Portraits of women and men in the 20th and 21st Century
(work in progress)
“Before they become a work of art, Diana Lui’s nudes are images of a body, but they are also the reflection of the social environment the model belongs to as well as of the history that has formed its identity to the point that the mere image of the nude is so strong, a name associated with it becomes unnecessary.
We are not faced with the concept of identity in the way a government office would define it: passport size photograph, name, age, citizenship. The nude body that is revealed here, in part of whole, often has a complex history that cannot be reduced to mere informational data, rather by a few “biographical themes” or “biographèmes”– a term used by Roland Barthes – that help put together a story.
We understand quickly that Diana Lui has selected people floating in a certain transit, in travels, in encounters, the type of people who live a roving life and only land momentarily at the end of long and curious journeys. Do these young women simply undress physically or through their discourse? Although it speaks highly of the art of the nude, laying bare one’s body does not disclose much in terms of identity, nor do the few excerpts of biographical notes.
The real source of identity is in the eyes, their expression, their look that Diana Lui’s artistic treatment of the image and quality of the portrait lead us to. The look can be tense like a dart ready to strike, but also be a shield to protect the thoughts and sensibility of a defenseless model left there in a delicate yet sensual state of abandonment. Nature’s diversity in body shapes and forms are clearly visible in the flesh. Yet, not one body resembles another, even if a certain and fragile grace created by the art of photography, links them together. The eyes however all speak to us, they look at us to reveal a thought or an emotion. But those darts and shields are in fact a decoy; they’re not there to frighten us away but on the contrary they pull us into an interior world.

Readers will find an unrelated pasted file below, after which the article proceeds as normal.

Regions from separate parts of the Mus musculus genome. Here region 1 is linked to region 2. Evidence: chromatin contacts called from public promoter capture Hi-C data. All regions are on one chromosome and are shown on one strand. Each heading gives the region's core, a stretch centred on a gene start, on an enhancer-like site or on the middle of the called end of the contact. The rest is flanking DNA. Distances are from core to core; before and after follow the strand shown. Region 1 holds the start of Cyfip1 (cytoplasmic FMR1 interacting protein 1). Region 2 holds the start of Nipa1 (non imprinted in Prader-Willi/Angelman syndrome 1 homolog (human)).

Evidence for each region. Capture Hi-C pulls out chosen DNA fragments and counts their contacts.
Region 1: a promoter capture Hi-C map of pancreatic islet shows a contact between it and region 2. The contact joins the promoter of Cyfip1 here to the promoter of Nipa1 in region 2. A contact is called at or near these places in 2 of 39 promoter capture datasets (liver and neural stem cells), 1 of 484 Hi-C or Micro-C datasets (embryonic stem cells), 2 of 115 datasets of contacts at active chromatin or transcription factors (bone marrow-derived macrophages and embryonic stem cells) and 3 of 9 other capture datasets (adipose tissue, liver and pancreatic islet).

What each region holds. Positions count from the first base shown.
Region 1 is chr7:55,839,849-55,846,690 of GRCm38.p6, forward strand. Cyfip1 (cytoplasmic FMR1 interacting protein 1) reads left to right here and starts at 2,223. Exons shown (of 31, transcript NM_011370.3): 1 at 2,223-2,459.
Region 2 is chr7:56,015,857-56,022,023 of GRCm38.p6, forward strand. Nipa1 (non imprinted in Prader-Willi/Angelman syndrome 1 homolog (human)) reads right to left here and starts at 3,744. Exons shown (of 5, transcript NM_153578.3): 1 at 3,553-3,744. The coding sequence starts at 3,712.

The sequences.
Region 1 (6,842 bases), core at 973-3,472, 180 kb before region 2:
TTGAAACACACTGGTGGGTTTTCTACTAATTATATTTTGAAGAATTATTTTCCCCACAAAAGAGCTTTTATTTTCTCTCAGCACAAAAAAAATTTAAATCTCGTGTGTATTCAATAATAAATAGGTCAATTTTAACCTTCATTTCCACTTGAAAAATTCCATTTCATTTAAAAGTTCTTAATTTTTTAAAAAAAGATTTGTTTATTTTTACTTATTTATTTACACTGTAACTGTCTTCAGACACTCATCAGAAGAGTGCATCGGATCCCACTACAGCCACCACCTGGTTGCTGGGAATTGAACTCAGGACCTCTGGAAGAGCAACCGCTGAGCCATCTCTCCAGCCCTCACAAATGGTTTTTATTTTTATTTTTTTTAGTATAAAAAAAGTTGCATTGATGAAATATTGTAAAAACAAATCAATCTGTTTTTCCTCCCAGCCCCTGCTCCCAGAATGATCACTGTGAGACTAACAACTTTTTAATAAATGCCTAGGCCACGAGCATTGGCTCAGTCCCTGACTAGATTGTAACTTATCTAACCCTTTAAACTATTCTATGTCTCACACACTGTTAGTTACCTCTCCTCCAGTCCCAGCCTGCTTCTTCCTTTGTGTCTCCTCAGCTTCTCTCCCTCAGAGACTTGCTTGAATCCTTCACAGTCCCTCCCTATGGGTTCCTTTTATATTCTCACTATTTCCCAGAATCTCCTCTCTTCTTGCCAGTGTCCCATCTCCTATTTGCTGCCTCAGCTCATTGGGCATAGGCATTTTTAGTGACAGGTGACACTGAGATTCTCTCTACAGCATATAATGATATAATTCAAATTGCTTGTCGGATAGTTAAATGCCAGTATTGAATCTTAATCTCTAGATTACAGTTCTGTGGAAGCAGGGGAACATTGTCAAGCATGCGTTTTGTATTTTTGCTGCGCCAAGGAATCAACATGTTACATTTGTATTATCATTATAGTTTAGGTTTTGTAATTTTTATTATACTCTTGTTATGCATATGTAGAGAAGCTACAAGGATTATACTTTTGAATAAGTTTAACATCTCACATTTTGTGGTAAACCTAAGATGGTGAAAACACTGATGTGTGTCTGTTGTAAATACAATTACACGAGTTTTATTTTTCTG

Around a corner suddenly appears the Venus of Boticelli, her hair slightly floating in the wind, her swaying walk so reminiscent of renaissance and Baroque figures, but the expression in her eyes is so raw it brings us back to the reality of art photography, to the reality of the person standing there in front of us, to the face of the Other whereupon rest the potential tenderness and violence of all human beings.
- Anne Biroleau, Curator, 21st Century Photography Department, Bibliothèque Nationale de France